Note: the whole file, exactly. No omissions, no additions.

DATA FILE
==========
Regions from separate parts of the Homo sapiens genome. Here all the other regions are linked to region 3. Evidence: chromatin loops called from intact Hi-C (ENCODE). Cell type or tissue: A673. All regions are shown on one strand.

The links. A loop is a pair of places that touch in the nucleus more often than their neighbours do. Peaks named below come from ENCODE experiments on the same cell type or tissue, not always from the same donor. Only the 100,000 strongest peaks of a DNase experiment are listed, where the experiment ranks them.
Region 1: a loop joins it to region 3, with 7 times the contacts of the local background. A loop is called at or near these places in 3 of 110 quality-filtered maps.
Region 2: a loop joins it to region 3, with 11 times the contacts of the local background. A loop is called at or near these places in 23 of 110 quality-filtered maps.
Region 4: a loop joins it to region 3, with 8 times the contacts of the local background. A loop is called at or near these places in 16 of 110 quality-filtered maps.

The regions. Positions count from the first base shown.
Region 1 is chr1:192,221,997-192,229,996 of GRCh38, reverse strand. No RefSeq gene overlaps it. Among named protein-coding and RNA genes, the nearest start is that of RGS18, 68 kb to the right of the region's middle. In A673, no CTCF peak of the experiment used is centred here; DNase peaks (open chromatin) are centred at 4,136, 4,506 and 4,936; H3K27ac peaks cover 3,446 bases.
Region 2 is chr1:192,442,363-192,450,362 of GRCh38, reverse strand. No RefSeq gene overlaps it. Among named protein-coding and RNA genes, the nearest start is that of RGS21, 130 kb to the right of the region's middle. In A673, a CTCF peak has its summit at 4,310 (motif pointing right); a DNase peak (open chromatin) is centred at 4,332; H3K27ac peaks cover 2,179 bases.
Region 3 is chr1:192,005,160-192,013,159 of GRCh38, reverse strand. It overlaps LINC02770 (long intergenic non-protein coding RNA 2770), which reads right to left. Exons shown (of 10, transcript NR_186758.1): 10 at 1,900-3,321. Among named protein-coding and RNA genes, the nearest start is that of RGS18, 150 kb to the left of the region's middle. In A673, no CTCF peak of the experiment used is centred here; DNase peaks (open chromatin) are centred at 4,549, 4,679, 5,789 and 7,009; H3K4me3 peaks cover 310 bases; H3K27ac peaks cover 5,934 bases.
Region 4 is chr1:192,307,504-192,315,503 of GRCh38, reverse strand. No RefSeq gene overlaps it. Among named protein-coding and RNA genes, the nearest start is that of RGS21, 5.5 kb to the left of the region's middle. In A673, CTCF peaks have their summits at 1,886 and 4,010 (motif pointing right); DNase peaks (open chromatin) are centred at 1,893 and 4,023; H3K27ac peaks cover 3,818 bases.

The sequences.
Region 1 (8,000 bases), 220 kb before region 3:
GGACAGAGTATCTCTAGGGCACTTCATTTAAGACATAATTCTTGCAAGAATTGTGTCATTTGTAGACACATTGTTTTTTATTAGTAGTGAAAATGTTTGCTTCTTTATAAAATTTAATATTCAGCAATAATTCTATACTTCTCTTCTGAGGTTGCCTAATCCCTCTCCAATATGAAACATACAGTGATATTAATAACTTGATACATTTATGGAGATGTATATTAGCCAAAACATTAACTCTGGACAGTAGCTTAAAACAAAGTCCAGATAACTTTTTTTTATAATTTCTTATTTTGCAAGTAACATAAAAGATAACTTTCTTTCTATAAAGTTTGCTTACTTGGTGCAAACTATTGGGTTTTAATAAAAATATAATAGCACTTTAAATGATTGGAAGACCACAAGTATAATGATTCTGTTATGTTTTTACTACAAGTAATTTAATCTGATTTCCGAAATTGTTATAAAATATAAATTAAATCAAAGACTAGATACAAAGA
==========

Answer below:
Regions from separate parts of the Homo sapiens genome. Here all the other regions are linked to region 3. Evidence: chromatin loops called from intact Hi-C (ENCODE). Cell type or tissue: A673. All regions are shown on one strand.

The links. A loop is a pair of places that touch in the nucleus more often than their neighbours do. Peaks named below come from ENCODE experiments on the same cell type or tissue, not always from the same donor. Only the 100,000 strongest peaks of a DNase experiment are listed, where the experiment ranks them.
Region 1: a loop joins it to region 3, with 7 times the contacts of the local background. A loop is called at or near these places in 3 of 110 quality-filtered maps.
Region 2: a loop joins it to region 3, with 11 times the contacts of the local background. A loop is called at or near these places in 23 of 110 quality-filtered maps.
Region 4: a loop joins it to region 3, with 8 times the contacts of the local background. A loop is called at or near these places in 16 of 110 quality-filtered maps.

The regions. Positions count from the first base shown.
Region 1 is chr1:192,221,997-192,229,996 of GRCh38, reverse strand. No RefSeq gene overlaps it. Among named protein-coding and RNA genes, the nearest start is that of RGS18, 68 kb to the right of the region's middle. In A673, no CTCF peak of the experiment used is centred here; DNase peaks (open chromatin) are centred at 4,136, 4,506 and 4,936; H3K27ac peaks cover 3,446 bases.
Region 2 is chr1:192,442,363-192,450,362 of GRCh38, reverse strand. No RefSeq gene overlaps it. Among named protein-coding and RNA genes, the nearest start is that of RGS21, 130 kb to the right of the region's middle. In A673, a CTCF peak has its summit at 4,310 (motif pointing right); a DNase peak (open chromatin) is centred at 4,332; H3K27ac peaks cover 2,179 bases.
Region 3 is chr1:192,005,160-192,013,159 of GRCh38, reverse strand. It overlaps LINC02770 (long intergenic non-protein coding RNA 2770), which reads right to left. Exons shown (of 10, transcript NR_186758.1): 10 at 1,900-3,321. Among named protein-coding and RNA genes, the nearest start is that of RGS18, 150 kb to the left of the region's middle. In A673, no CTCF peak of the experiment used is centred here; DNase peaks (open chromatin) are centred at 4,549, 4,679, 5,789 and 7,009; H3K4me3 peaks cover 310 bases; H3K27ac peaks cover 5,934 bases.
Region 4 is chr1:192,307,504-192,315,503 of GRCh38, reverse strand. No RefSeq gene overlaps it. Among named protein-coding and RNA genes, the nearest start is that of RGS21, 5.5 kb to the left of the region's middle. In A673, CTCF peaks have their summits at 1,886 and 4,010 (motif pointing right); DNase peaks (open chromatin) are centred at 1,893 and 4,023; H3K27ac peaks cover 3,818 bases.

The sequences.
Region 1 (8,000 bases), 220 kb before region 3:
GGACAGAGTATCTCTAGGGCACTTCATTTAAGACATAATTCTTGCAAGAATTGTGTCATTTGTAGACACATTGTTTTTTATTAGTAGTGAAAATGTTTGCTTCTTTATAAAATTTAATATTCAGCAATAATTCTATACTTCTCTTCTGAGGTTGCCTAATCCCTCTCCAATATGAAACATACAGTGATATTAATAACTTGATACATTTATGGAGATGTATATTAGCCAAAACATTAACTCTGGACAGTAGCTTAAAACAAAGTCCAGATAACTTTTTTTTATAATTTCTTATTTTGCAAGTAACATAAAAGATAACTTTCTTTCTATAAAGTTTGCTTACTTGGTGCAAACTATTGGGTTTTAATAAAAATATAATAGCACTTTAAATGATTGGAAGACCACAAGTATAATGATTCTGTTATGTTTTTACTACAAGTAATTTAATCTGATTTCCGAAATTGTTATAAAATATAAATTAAATCAAAGACTAGATACAAAGA